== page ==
The reach-stack balance I mentioned before is equally important here, and the cockpit changes continue to set things in the right direction. Raising your bars doesn't fix everything though, so expect a riding position that is hard over the front, except perhaps on the smallest couple of sizes. That front-heavy weight bias has upsides and downsides, the former of which manifests in solid grip on that front wheel, so long as you're committed.
The downsides are a little more plentiful, as it can be hard to find the right balance point on the Darco. I think the relatively short chainstays (per the long reach) have a lot to do with this, as it can be hard to feel like your weight is in the right place between the front and rear wheel at times, making for a slightly sketchy feeling ride. At times I found myself getting too deep over the front in corners, or too far off the back in repeated deep compressions. The disparity between front and rear travel probably plays a role too, so riding the Darco more like a hardtail can alleviate some of that confusion. That said, a hardtail is eminently predictable in the fact that the rear wheel never moves, where the Darco's back end is obviously a bit more mobile than that.
Luckily the kinematic on the Darco is fairly predictable, even though it moves through travel fairly easily. The high leverage allows the bike to break into travel very easily, providing great grip and a comfortable feel over small chattery terrain. Deeper through the cycle there's enough support for pumping and preloading jumps, without any weird movement or sudden spikes in the platform it provides. The Darco takes the edge off the biggest hits, though I found myself running into the end of travel with some frequency. The shock definitely handles things better with 2 or 3 (the maximum) volume spacers installed, so remember to experiment with that element if you're keen on the Darco life. It's okay to give that bottom-out bumper a workout, but the clunk at full bottom can be a bit disconcerting when you're pushing the bike hard.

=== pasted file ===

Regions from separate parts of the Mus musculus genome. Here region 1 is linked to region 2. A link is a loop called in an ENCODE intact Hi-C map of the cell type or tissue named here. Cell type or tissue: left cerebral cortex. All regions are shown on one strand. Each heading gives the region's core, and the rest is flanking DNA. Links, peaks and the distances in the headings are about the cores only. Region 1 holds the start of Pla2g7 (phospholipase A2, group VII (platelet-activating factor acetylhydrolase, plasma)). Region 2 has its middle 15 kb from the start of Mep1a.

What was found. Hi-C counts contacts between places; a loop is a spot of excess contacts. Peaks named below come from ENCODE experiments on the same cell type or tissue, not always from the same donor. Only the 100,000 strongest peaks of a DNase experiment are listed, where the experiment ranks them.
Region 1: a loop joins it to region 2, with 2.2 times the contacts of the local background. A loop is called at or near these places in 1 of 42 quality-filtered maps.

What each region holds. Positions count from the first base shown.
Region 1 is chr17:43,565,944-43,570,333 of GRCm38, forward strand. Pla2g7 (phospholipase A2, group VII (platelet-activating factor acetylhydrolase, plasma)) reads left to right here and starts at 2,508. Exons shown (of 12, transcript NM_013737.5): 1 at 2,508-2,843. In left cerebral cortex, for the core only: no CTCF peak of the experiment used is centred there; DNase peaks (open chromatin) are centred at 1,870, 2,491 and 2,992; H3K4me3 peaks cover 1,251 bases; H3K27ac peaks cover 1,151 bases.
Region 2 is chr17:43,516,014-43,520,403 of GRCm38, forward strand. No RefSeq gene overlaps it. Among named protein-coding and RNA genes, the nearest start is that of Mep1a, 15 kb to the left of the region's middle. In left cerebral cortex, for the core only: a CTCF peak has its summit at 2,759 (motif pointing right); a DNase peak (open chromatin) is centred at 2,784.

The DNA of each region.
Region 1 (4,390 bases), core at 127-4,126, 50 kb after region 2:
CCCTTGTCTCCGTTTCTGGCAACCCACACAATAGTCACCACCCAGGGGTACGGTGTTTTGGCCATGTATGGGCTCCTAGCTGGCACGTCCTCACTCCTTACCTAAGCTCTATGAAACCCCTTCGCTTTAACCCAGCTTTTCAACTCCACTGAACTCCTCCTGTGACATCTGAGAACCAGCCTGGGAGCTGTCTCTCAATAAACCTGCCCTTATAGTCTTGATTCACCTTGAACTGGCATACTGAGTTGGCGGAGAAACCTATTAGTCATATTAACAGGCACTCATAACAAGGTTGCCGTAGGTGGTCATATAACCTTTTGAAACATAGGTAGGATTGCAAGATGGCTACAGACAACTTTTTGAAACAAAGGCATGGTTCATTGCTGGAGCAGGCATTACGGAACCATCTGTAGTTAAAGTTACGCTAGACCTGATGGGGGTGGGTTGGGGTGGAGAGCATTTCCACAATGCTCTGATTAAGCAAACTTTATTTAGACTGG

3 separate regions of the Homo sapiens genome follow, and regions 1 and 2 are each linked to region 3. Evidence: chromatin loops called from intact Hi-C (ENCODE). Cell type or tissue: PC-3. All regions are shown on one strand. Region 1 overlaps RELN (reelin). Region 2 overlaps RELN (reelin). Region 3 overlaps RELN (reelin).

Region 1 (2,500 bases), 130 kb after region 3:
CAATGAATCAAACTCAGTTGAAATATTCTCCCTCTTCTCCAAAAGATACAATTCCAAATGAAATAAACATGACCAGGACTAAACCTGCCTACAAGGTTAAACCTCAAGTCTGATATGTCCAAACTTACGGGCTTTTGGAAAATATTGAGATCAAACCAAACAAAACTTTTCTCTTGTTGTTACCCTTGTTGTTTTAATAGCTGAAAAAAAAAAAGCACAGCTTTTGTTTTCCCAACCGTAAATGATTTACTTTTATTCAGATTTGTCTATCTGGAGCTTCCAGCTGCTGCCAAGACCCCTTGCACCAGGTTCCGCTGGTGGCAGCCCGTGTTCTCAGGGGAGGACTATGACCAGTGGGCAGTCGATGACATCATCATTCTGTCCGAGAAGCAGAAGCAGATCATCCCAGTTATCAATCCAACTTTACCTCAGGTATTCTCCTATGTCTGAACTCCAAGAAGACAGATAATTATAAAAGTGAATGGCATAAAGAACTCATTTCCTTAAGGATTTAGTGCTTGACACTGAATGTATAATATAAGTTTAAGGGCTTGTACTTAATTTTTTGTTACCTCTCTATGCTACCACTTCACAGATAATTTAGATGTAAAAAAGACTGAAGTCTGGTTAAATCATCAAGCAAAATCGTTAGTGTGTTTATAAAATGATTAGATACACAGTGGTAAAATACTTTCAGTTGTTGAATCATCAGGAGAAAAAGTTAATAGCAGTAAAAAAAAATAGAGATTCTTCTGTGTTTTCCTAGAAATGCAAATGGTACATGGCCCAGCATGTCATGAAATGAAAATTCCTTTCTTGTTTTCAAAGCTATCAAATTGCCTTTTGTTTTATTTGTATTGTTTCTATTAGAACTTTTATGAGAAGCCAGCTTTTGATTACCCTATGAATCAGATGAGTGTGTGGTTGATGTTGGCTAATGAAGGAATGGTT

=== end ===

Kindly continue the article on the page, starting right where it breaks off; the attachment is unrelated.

The characteristics of the Darco may not be my daily bread and butter, but they do handle certain terrain very well. In Bellingham, I found the most fun when riding the Darco on high speed flow trails, which are plentiful in our area. In those settings, the long reach and slack head angle add a ton of stability, and the short rear end matters a bit less as you're not fighting for traction or balance in the corners, instead just leaning the bike and looking ahead. The predictable nature of the back end feels great on jumps, and the quiet nature of the frame keeps rattle to a minimum.
I spend a lot of time in Squamish aboard the Darco as well, and despite its shortcomings it's definitely a bike you can push. Steep lines and rock rolls are aided by the solid rear-wheel grip, and although the front and rear don't feel terribly balanced together, you're not thinking about that when all you're doing is aiming for a catch pocket at the bottom of a slab.
Overall the ride is certainly unique, and I can appreciate that in a world where many bikes can feel the same. If I were to buy a Darco for myself, I'd certainly go with the next size down, as the M/L is far more in keeping with my typical fit preferences. The team at Chromag, as well as their fit chart, were quite certain the Large was the size for me, but I think the über-long reach isn't the ticket for the type of riding I like to do.